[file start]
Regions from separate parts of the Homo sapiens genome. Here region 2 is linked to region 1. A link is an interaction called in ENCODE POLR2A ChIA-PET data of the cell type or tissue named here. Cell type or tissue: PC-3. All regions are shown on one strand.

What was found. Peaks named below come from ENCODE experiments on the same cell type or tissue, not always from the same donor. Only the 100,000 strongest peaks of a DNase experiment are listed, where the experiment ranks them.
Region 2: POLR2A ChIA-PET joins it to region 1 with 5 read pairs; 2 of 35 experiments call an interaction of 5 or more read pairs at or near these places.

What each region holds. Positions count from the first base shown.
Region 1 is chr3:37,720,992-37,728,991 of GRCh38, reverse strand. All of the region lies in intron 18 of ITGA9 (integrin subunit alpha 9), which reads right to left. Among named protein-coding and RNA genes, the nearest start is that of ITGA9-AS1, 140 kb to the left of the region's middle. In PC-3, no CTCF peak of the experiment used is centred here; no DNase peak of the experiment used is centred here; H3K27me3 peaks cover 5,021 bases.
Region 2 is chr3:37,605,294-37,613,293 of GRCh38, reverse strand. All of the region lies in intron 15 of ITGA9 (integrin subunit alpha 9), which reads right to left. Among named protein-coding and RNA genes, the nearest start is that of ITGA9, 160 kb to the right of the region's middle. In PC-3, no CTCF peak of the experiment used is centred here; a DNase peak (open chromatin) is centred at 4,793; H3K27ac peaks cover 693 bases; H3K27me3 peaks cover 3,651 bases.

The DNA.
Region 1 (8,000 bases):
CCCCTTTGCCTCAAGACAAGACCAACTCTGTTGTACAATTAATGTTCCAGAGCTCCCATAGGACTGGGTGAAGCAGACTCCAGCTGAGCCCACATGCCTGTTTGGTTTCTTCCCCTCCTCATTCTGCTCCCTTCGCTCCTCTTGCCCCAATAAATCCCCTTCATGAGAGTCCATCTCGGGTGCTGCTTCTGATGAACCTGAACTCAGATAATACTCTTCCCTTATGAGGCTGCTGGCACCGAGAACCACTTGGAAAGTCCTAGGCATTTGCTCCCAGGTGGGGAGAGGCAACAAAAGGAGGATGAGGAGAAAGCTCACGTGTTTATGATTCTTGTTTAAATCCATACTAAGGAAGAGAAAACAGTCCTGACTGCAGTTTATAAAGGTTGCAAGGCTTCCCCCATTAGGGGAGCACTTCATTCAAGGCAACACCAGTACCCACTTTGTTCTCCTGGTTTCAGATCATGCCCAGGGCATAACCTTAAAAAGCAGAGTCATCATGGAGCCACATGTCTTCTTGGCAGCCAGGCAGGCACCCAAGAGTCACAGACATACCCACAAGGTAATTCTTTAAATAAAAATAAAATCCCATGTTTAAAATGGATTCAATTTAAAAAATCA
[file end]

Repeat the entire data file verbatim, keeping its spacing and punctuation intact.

Regions from separate parts of the Homo sapiens genome. Here region 2 is linked to region 1. A link is an interaction called in ENCODE POLR2A ChIA-PET data of the cell type or tissue named here. Cell type or tissue: PC-3. All regions are shown on one strand.

What was found. Peaks named below come from ENCODE experiments on the same cell type or tissue, not always from the same donor. Only the 100,000 strongest peaks of a DNase experiment are listed, where the experiment ranks them.
Region 2: POLR2A ChIA-PET joins it to region 1 with 5 read pairs; 2 of 35 experiments call an interaction of 5 or more read pairs at or near these places.

What each region holds. Positions count from the first base shown.
Region 1 is chr3:37,720,992-37,728,991 of GRCh38, reverse strand. All of the region lies in intron 18 of ITGA9 (integrin subunit alpha 9), which reads right to left. Among named protein-coding and RNA genes, the nearest start is that of ITGA9-AS1, 140 kb to the left of the region's middle. In PC-3, no CTCF peak of the experiment used is centred here; no DNase peak of the experiment used is centred here; H3K27me3 peaks cover 5,021 bases.
Region 2 is chr3:37,605,294-37,613,293 of GRCh38, reverse strand. All of the region lies in intron 15 of ITGA9 (integrin subunit alpha 9), which reads right to left. Among named protein-coding and RNA genes, the nearest start is that of ITGA9, 160 kb to the right of the region's middle. In PC-3, no CTCF peak of the experiment used is centred here; a DNase peak (open chromatin) is centred at 4,793; H3K27ac peaks cover 693 bases; H3K27me3 peaks cover 3,651 bases.

The DNA.
Region 1 (8,000 bases):
CCCCTTTGCCTCAAGACAAGACCAACTCTGTTGTACAATTAATGTTCCAGAGCTCCCATAGGACTGGGTGAAGCAGACTCCAGCTGAGCCCACATGCCTGTTTGGTTTCTTCCCCTCCTCATTCTGCTCCCTTCGCTCCTCTTGCCCCAATAAATCCCCTTCATGAGAGTCCATCTCGGGTGCTGCTTCTGATGAACCTGAACTCAGATAATACTCTTCCCTTATGAGGCTGCTGGCACCGAGAACCACTTGGAAAGTCCTAGGCATTTGCTCCCAGGTGGGGAGAGGCAACAAAAGGAGGATGAGGAGAAAGCTCACGTGTTTATGATTCTTGTTTAAATCCATACTAAGGAAGAGAAAACAGTCCTGACTGCAGTTTATAAAGGTTGCAAGGCTTCCCCCATTAGGGGAGCACTTCATTCAAGGCAACACCAGTACCCACTTTGTTCTCCTGGTTTCAGATCATGCCCAGGGCATAACCTTAAAAAGCAGAGTCATCATGGAGCCACATGTCTTCTTGGCAGCCAGGCAGGCACCCAAGAGTCACAGACATACCCACAAGGTAATTCTTTAAATAAAAATAAAATCCCATGTTTAAAATGGATTCAATTTAAAAAATCA